The study of ethnography was our focus on Tuesday. Learning that it literally translates into “writings” about “people”; made a lot more sense. Additionally, we found out about six stages of ethnography that ethnographers usually follow. The more a person knows about where they stand; the better they will understand the people they are investigating. Furthermore, writing about said people is a difficult task—but the more they explain, the better others will begin to understand the culture. Skills required for this field are, but not limited to: “listening; recognizing one’s own cultural baggage; and willingness to be vulnerable”. Professor Spickard even shared with us a template of what one might use in the field. This included helpful categories like “what I observed, my thoughts, and external details”.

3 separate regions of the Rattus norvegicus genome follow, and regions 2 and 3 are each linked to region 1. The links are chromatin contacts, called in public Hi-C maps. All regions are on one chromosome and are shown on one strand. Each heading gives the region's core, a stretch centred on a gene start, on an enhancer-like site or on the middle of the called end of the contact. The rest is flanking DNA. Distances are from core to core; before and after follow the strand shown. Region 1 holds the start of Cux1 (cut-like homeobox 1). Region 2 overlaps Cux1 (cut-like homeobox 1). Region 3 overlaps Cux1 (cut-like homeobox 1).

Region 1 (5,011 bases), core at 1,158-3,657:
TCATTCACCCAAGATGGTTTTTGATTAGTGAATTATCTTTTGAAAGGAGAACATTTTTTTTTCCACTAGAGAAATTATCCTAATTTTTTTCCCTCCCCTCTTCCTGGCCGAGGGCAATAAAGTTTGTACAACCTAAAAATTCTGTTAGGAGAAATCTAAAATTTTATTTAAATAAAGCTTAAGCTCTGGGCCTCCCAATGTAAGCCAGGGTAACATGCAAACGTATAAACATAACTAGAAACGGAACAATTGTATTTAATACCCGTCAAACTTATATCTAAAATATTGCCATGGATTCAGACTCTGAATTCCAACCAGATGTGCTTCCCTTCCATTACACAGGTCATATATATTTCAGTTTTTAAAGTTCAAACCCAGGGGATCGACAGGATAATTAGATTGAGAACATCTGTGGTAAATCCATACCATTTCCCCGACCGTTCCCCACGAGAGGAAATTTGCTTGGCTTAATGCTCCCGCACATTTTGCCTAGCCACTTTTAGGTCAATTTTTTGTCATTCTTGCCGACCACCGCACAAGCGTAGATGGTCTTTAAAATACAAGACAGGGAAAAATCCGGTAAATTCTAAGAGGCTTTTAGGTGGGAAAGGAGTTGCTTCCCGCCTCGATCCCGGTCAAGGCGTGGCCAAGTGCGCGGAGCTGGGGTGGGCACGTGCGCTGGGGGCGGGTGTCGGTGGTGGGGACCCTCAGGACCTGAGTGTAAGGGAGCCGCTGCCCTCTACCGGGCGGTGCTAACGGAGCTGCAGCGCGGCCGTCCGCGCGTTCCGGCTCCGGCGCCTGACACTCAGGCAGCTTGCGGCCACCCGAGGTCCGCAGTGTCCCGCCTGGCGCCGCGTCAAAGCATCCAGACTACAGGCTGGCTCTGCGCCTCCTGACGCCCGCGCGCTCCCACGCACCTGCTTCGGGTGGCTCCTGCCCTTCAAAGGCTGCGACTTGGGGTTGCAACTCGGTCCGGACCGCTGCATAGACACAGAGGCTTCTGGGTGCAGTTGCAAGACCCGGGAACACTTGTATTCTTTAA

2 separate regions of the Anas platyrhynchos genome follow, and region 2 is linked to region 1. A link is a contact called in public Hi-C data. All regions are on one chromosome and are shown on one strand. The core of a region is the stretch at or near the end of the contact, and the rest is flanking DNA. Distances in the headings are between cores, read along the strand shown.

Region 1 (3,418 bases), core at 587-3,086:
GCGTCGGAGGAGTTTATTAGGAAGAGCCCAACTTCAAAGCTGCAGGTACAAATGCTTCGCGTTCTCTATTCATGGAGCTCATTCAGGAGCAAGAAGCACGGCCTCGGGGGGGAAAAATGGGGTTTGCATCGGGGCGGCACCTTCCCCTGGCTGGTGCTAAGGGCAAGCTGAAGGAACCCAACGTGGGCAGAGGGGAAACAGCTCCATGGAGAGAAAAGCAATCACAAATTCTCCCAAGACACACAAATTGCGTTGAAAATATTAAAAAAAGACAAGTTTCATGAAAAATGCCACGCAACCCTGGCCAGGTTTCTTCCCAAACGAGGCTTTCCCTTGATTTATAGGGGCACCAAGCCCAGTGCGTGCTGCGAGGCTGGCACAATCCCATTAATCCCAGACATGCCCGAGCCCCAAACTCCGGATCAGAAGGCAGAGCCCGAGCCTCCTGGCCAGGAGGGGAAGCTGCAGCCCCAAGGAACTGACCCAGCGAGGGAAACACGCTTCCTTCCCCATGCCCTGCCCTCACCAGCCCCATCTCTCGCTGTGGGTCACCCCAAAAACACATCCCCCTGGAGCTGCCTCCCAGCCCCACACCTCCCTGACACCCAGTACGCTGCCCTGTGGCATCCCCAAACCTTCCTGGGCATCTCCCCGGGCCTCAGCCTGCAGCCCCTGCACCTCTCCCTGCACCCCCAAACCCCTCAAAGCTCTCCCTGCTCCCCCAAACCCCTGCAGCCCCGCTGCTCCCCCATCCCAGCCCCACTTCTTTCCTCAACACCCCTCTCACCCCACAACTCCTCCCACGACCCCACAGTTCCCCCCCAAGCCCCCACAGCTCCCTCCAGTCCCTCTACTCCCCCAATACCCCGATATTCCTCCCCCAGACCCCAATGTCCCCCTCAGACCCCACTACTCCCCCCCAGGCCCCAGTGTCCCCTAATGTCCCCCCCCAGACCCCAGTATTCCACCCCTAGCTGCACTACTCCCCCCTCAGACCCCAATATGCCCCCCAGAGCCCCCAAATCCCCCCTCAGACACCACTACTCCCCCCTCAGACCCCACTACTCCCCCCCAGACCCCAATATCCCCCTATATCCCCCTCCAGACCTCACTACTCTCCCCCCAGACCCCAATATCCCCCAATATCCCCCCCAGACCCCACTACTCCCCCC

Thursday was a real treat to hear about everyone’s 2nd congregation visit. Everything from who was in attendance, to the clothing the pastor and congregants wore were all so varied—I can see why it takes a sociologist a while to collect all this data. One of my favorites was the St. Mary’s Congregation. The fact that mass was only about 30 minutes; nobody felt close to one another; and the pastor was rather in and out of there; it was unlike any other Catholic churches we have read about. Another interesting one was the Light of the World Church. Hearing that it is the second largest religious body in Mexico is a fascinating reveal; not to mention the gender politics at play with the men on the left side and the women on the right.